Gottheimer insisted her fears were unfounded. “We agreed to proceed and we have been. So if we didn’t want to be talking and working about it, we wouldn’t work on it,” he said of the reconciliation bill, though he demurred at mentioning its tentative $3.5 trillion price tag. “The bottom line is we all publicly said we are going to [support the bill] so I don’t know what else to say.”
Progressives aren’t just wary though of moderates blocking the reconciliation bill, they worry that they will try to drastically shrink it as well. Both bills had already been whittled down, with the reconciliation bill’s initial price tag at $6 trillion. “We don’t see much reason to negotiate down,” insisted Mark Pocan of Wisconsin, who led the progressive caucus before Jayapal.
Looming over all of this are Senate moderates Joe Manchin and Kyrsten Sinema. House moderates say they are wary of voting for anything without the seal of approval from the two senators, who could sink whatever the lower chamber passes when it arrives in the Senate. In the House, at least ten Republicans have said they would vote for the bipartisan bill, and each one of them who hops onboard diminishes Jayapal’s leverage over Pelosi. So far, Jayapal is sticking to her guns: She tweeted out Friday afternoon, “Why are we waiting to vote for the infrastructure bill until after we pass the Build Back Better Act?? Because we’re not willing to leave behind child care, paid leave, education, housing, health care, climate action, and a roadmap to citizenship. Let’s deliver on ALL of it.”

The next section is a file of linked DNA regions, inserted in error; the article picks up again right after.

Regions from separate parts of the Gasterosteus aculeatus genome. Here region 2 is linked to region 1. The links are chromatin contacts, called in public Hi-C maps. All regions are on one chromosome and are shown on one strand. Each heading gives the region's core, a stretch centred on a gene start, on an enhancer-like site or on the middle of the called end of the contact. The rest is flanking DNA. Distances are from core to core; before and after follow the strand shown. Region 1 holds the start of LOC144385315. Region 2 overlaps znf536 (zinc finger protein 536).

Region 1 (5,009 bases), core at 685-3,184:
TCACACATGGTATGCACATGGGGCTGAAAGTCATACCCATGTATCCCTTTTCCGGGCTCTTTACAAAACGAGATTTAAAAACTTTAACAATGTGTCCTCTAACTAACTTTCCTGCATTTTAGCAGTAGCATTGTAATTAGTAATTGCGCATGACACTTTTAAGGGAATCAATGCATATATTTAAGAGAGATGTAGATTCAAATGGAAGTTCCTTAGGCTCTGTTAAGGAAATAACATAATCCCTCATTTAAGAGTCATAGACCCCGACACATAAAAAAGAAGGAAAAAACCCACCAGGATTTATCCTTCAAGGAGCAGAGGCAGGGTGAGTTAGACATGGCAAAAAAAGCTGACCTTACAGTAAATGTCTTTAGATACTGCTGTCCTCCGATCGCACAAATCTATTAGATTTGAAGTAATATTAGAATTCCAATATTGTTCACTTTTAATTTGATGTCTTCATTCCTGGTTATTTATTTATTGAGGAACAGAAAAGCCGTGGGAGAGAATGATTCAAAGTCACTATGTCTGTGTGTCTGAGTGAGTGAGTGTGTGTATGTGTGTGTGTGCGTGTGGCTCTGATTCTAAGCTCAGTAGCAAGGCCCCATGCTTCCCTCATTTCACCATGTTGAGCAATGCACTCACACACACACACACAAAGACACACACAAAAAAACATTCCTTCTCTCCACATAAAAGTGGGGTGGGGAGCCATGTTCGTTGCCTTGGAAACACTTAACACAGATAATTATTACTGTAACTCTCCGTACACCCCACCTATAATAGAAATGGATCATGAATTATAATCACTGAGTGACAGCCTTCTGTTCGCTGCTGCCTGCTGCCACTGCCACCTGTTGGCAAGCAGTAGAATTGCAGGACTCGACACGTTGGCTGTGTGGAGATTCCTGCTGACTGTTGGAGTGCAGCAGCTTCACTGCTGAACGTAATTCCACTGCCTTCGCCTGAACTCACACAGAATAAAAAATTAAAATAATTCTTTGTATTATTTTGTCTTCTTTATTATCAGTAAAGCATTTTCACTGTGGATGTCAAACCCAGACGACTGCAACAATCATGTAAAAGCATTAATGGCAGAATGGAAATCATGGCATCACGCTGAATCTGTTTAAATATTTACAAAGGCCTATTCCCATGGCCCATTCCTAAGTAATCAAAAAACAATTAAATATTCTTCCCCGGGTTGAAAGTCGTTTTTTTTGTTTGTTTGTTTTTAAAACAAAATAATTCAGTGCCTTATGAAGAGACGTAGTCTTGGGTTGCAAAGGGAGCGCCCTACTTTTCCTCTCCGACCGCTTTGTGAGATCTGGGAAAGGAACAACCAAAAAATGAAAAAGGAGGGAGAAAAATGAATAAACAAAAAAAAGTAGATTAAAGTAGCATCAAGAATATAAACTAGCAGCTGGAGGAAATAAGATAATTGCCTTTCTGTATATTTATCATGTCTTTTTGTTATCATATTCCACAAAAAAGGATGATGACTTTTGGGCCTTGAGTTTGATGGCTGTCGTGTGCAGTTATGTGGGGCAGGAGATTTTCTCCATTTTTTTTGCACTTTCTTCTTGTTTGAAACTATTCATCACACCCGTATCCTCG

Yet for all the chaos, backbiting, and distrust, there was still the sense among Democrats that something would get done. As one member pointed out to Intelligencer, progressives needed a deal more than moderates because, as Jayapal’s tweet shows, they ran on transformational change. Even a pared down version of the reconciliation bill would be the most comprehensive piece of progressive legislation in a generation. Moderates don’t feel that incentive. After all, they didn’t run on transformational change. But they can’t go too far overboard either. Torpedoing Biden’s legislative agenda would be disastrous for all Democrats on the ballot in 2022.
The challenge now for Biden and Pelosi is to get both factions to disarm and pass both bills. However, just by taking the bipartisan bill hostage, Jayapal has shifted the balance of power in the caucus further toward progressives. The coalition of Democrats willing to vote against the bipartisan bill doesn’t just include the usual suspects from “the Squad,” but members like Yvette Clarke, a product of Brooklyn machine politics, and Brendan Boyle, a strong Biden ally who represents northeast Philadelphia.
Leaving the Capitol on Thursday afternoon, Jamaal Bowman of New York, an ardent progressive, said, “It feels like the beginning of the second half of a football game. We still have the second half to go, Sunday and Monday is the fourth quarter.” And when asked if it might go to overtime, he replied, “Man I don’t know, I don’t know.”